Stevens throws gas on Obama’s issues with Supreme Court

Retired Supreme Court Justice John Paul Stevens is stirring the pot in the ongoing ideological battle between President Barack Obama and the Supreme Court after remarks he made Wednesday night.

Stevens, 92, told an audience in Arkansas the Obama was correct in his evaluation of the controversial Citizens United v. Federal Election Commission decision, which allows corporations to spend unlimited amounts on national political campaigns.

Stevens was one of the dissenting justices in the 5-4 Supreme Court decision in 2010 that has changed the nature of this year’s presidential campaign. He has vocally opposed the decision since it was handed down.

Stevens was nominated to the Supreme Court by a Republican, President Gerald Ford.

Obama stirred the pot himself in a State of the Union speech in 2010 when he publicly rebuked the Supreme Court for the Citizens United decision–as the nine justices sat in front of him.

Justice Samuel Alito mouthed the response “not true” when Obama said the court would allow foreign corporations to fund U.S. elections.

Also on Wednesday, Politico said the brothers David and Charles Koch are leading a campaign to raise $400 million to oppose Obama in the general election.

Politico said the money would be spent on a county-by-county basis.

In response, the Obama campaign is reaching out to more supporters for more money.

The bitter feelings between President Obama and the Supreme Court surfaced again in April after the president questioned the court’s motives after its hearing of the health-care reform case in late March.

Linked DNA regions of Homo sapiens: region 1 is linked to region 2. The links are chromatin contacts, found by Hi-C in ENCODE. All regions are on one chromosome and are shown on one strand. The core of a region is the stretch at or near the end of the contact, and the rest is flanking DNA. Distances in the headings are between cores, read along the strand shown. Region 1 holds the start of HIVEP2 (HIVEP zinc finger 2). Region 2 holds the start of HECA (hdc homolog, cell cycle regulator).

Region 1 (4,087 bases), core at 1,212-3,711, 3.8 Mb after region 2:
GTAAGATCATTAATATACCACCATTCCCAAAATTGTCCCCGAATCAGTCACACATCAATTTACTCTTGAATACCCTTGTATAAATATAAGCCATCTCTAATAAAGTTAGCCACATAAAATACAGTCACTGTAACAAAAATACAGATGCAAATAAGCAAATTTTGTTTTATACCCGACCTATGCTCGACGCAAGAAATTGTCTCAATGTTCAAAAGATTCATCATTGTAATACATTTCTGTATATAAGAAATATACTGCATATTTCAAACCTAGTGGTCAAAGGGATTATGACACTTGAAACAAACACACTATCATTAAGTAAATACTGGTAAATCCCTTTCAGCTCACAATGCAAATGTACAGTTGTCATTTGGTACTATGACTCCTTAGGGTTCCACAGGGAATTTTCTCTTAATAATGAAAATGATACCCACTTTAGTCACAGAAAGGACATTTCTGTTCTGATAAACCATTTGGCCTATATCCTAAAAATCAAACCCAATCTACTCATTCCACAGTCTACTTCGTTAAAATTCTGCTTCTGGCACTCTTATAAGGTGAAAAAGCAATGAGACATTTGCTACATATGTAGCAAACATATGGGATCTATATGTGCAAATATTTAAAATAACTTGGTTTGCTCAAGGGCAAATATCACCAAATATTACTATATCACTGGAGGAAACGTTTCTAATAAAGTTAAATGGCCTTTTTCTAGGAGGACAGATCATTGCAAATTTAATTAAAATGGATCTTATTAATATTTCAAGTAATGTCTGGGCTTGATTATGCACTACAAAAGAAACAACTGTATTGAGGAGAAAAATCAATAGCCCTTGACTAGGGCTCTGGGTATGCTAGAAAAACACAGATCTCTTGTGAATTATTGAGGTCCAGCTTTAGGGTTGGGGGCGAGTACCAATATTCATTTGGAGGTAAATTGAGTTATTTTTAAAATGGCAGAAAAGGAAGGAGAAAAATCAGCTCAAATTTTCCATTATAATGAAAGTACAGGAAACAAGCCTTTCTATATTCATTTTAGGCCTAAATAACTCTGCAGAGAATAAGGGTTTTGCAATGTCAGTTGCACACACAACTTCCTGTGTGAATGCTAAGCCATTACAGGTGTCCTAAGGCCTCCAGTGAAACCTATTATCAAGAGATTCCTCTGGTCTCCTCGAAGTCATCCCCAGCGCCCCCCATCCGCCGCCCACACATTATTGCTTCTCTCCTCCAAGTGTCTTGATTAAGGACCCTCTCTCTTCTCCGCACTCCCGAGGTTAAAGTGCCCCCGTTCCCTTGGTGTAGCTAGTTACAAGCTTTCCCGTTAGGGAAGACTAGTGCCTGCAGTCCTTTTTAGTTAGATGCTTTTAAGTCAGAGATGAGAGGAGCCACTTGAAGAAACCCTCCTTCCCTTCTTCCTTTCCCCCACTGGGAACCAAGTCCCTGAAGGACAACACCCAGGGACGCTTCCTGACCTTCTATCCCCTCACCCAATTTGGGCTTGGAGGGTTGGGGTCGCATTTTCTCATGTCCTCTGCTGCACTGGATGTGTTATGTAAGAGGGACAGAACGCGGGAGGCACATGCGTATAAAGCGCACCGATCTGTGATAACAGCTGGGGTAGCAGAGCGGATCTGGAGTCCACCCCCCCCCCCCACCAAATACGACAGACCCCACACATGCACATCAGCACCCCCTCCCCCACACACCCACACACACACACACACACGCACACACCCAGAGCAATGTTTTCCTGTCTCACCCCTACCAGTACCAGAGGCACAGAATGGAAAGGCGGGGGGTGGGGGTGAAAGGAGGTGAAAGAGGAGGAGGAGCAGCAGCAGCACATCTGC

President Obama said it would be an “unprecedented, extraordinary” step for the Supreme Court to overturn his health-care law. Administration officials were then told by a U.S. circuit court to explain the president’s remarks.

With the Supreme Court set to rule on the Affordable Care Act in late June, a third skirmish between the president and the Court seems possible, if any parts of the law are struck down.

The debate is still out on how the justices will rule on how the Affordable Care Act interacts with Commerce Clause, and if the ACA unconstitutionally forces consumers to buy a product (in this case, health insurance).

The key justice is Anthony Kennedy, who has questioned the ability of Congress to force consumers to buy a product .

An analysis in Time magazine showcases Kennedy’s extended remarks, along with those of Chief Justice John Roberts, making the case that the Court’s decision on health care is too close to call.

But a partial or total rejection of the Affordable Care Act remains a distinct possibility, and it would provide a third public showdown between the president and the Supreme Court, this time in the middle of a contested presidential election.

Upcoming Event

On June 6, Jack Balkin of Yale University and Randy Barnett of Georgetown University, moderated by John Hockenberry, will be live at the National Constitution Center to explore the commerce clause and the upcoming Supreme Court decision on health care. Click here for event details.

Scott Bomboy is the editor-in-chief of Constitution Daily.

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